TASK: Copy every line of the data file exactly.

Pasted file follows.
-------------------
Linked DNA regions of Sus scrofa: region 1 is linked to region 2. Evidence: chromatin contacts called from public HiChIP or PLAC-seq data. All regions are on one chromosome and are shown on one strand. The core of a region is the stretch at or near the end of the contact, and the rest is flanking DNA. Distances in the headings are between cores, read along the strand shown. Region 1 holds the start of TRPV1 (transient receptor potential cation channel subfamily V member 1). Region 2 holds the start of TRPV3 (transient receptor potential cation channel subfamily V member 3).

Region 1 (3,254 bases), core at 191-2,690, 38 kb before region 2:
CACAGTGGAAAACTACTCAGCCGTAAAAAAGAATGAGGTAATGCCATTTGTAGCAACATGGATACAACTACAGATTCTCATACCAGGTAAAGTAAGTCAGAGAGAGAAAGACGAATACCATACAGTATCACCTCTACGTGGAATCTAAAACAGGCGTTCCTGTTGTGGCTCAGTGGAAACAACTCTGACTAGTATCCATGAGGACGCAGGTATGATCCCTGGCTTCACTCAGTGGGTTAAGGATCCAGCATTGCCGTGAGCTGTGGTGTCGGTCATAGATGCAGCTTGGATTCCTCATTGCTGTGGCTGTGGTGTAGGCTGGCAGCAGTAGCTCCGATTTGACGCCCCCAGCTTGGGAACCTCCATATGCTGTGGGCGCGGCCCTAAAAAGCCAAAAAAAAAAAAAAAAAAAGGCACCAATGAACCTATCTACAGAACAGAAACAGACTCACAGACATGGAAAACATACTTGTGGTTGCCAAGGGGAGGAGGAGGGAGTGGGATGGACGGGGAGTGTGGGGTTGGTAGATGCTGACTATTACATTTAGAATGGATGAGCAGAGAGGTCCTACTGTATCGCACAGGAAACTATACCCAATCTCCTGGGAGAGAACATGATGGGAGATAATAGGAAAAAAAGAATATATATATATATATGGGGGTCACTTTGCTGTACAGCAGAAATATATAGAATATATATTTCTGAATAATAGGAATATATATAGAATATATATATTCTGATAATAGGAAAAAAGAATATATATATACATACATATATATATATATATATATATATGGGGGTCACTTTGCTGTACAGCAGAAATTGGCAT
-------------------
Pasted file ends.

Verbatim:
Linked DNA regions of Sus scrofa: region 1 is linked to region 2. Evidence: chromatin contacts called from public HiChIP or PLAC-seq data. All regions are on one chromosome and are shown on one strand. The core of a region is the stretch at or near the end of the contact, and the rest is flanking DNA. Distances in the headings are between cores, read along the strand shown. Region 1 holds the start of TRPV1 (transient receptor potential cation channel subfamily V member 1). Region 2 holds the start of TRPV3 (transient receptor potential cation channel subfamily V member 3).

Region 1 (3,254 bases), core at 191-2,690, 38 kb before region 2:
CACAGTGGAAAACTACTCAGCCGTAAAAAAGAATGAGGTAATGCCATTTGTAGCAACATGGATACAACTACAGATTCTCATACCAGGTAAAGTAAGTCAGAGAGAGAAAGACGAATACCATACAGTATCACCTCTACGTGGAATCTAAAACAGGCGTTCCTGTTGTGGCTCAGTGGAAACAACTCTGACTAGTATCCATGAGGACGCAGGTATGATCCCTGGCTTCACTCAGTGGGTTAAGGATCCAGCATTGCCGTGAGCTGTGGTGTCGGTCATAGATGCAGCTTGGATTCCTCATTGCTGTGGCTGTGGTGTAGGCTGGCAGCAGTAGCTCCGATTTGACGCCCCCAGCTTGGGAACCTCCATATGCTGTGGGCGCGGCCCTAAAAAGCCAAAAAAAAAAAAAAAAAAAGGCACCAATGAACCTATCTACAGAACAGAAACAGACTCACAGACATGGAAAACATACTTGTGGTTGCCAAGGGGAGGAGGAGGGAGTGGGATGGACGGGGAGTGTGGGGTTGGTAGATGCTGACTATTACATTTAGAATGGATGAGCAGAGAGGTCCTACTGTATCGCACAGGAAACTATACCCAATCTCCTGGGAGAGAACATGATGGGAGATAATAGGAAAAAAAGAATATATATATATATATGGGGGTCACTTTGCTGTACAGCAGAAATATATAGAATATATATTTCTGAATAATAGGAATATATATAGAATATATATATTCTGATAATAGGAAAAAAGAATATATATATACATACATATATATATATATATATATATATGGGGGTCACTTTGCTGTACAGCAGAAATTGGCAT